Why Cisco’s CEO switch could spell a sweet trade

Trading Nation: New CEO for Cisco
Trading Nation: New CEO for Cisco   

Cisco's announcement that CEO John Chambers is handing over the position to relatively unknown Cisco sales executive Chuck Robbins could have serious long-term ramifications for the tech giant. But in the short term, it may make for a great trading opportunity.

According to one analyst, the timing of the replacement announcement is revealing, given that earnings are on tap for next week.

"The announcement suggests to me that Cisco's April results to be reported next week should be upbeat," wrote Michael Genovese, who covers the name for MKM Partners, in an email to CNBC. "I have long held that Chambers would step down at a high point for the business in order to give the impression he is leaving the company in great shape."

Read MoreCisco taps Chuck Robbins to replace John Chambers as CEO

In addition, though Genovese rates the stock "neutral," he believes that this quarter's earnings and guidance expectations will be easy for the company to beat.

"I am still worried about the underlying fundamentals (i.e., orders for the quarter, which could be soft) but the hurdle for reported revenues and revenue guidance is quite easy," he wrote.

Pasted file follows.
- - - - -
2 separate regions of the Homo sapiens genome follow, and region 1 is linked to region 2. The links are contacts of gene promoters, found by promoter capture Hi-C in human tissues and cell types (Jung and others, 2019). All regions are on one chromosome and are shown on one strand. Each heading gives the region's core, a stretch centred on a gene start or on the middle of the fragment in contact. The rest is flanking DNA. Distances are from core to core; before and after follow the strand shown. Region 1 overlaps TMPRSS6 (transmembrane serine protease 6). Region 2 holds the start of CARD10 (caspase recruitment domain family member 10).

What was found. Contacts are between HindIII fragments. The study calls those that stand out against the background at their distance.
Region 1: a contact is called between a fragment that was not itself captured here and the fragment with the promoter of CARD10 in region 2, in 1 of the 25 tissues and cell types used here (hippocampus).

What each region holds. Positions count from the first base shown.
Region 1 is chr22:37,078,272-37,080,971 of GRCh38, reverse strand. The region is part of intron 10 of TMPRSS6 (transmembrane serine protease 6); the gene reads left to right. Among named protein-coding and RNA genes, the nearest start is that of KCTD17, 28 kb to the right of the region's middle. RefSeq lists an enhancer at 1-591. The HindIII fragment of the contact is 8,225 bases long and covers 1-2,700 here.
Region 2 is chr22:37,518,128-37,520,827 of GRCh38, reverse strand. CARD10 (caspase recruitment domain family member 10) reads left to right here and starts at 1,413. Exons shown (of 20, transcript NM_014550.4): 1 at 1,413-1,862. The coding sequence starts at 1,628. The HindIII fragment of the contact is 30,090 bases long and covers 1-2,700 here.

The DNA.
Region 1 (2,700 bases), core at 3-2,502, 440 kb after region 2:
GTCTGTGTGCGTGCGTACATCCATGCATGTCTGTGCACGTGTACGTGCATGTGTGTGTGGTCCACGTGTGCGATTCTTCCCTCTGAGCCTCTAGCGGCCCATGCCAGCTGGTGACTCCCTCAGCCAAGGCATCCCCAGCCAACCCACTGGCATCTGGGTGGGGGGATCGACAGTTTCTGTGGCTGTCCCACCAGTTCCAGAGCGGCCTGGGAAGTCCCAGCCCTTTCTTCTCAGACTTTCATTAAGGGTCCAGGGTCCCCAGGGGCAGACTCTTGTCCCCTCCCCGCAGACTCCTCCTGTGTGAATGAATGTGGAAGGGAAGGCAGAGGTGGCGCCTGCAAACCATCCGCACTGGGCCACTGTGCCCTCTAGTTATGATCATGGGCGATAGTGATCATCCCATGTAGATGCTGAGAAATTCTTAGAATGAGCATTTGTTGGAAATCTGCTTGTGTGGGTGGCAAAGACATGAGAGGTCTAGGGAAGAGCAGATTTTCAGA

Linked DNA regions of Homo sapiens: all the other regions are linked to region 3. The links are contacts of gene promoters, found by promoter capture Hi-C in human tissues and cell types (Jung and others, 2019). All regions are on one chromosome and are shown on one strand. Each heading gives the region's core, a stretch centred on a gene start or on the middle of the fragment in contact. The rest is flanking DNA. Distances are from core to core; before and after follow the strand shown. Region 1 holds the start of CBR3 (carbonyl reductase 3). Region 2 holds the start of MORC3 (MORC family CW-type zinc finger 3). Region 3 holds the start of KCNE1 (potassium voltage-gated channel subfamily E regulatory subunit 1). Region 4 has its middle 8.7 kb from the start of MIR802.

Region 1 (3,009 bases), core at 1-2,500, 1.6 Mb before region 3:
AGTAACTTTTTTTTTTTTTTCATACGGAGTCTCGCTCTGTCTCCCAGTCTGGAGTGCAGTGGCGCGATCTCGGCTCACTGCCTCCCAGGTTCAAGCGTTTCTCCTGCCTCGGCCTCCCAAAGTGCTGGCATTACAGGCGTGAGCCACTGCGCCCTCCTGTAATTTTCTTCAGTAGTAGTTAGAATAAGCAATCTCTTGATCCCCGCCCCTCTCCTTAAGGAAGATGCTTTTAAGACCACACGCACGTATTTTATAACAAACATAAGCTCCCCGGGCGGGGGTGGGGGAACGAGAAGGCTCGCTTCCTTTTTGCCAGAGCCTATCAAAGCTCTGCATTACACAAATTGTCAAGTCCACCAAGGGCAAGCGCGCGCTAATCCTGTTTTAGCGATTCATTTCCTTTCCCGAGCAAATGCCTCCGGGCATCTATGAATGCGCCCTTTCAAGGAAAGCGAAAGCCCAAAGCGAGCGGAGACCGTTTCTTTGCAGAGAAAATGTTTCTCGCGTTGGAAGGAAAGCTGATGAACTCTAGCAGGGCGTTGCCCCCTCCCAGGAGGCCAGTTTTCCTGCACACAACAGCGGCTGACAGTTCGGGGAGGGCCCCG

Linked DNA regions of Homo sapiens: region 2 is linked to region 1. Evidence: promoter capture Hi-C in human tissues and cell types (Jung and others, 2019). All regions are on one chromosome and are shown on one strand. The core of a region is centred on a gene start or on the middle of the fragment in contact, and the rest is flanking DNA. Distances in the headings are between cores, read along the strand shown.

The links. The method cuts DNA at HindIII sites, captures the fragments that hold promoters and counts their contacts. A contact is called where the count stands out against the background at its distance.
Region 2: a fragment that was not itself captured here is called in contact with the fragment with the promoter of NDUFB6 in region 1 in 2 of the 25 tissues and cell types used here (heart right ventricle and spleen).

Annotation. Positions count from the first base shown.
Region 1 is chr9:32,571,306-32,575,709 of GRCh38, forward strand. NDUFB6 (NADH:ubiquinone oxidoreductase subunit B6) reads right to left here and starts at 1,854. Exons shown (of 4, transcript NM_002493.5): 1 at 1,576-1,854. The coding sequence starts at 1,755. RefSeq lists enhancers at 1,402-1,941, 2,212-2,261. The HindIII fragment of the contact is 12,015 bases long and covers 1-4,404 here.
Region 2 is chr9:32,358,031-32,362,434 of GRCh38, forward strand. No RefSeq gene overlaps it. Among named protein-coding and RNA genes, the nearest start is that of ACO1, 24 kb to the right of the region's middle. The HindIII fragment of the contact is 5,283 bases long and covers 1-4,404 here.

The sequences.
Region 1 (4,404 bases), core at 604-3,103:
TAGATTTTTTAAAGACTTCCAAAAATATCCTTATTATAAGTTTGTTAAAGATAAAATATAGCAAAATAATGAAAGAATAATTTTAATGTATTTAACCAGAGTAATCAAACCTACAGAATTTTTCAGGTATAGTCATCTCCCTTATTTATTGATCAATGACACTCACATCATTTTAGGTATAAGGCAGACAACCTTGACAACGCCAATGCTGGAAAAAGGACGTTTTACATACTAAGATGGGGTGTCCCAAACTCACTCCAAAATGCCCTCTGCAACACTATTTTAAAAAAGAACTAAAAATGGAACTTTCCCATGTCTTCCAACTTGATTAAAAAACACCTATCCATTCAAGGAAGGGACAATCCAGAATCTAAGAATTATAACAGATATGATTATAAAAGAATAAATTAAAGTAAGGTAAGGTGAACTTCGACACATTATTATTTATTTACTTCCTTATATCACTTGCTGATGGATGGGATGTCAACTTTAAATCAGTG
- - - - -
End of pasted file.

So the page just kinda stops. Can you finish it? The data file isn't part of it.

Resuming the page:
Cisco is set to report earnings on May 13. Analysts are expecting the company to announce earnings per share of $0.53 on $12 billion of revenue, according to FactSet.

Cisco's Chuck Robbins speaks at the Global Sales Experience in Las Vegas, Aug. 25, 2014.
Cisco
Cisco's Chuck Robbins speaks at the Global Sales Experience in Las Vegas, Aug. 25, 2014.

In the medium term, Chambers' departure from the CEO spot—though he will stay in the picture as executive chairman of the company—could mean more capital return to shareholders.

"Investors have been telling me for some time that Chambers' departure would be a positive catalyst. This is not because Robbins or anyone else can run the business better than Chambers. It is because investors want to see Cisco raise its quarterly buyback from $1 billion to $3 billion, and Chambers was seen as reluctant to do so," Genovese wrote. "The mutual funds think there is a better chance of getting the new CEO to agree to do this."

However, since Chambers is still retaining a powerful role at the company, the chances of further capital return could be diminished, the analyst said.

For his part, Oppenheimer head of portfolio strategy Andrew Burkly said in a Monday "Power Lunch" segment that the stock looks attractive because "they've done a pretty good job of keeping margins up, and valuation is relatively attractive versus the overall market."


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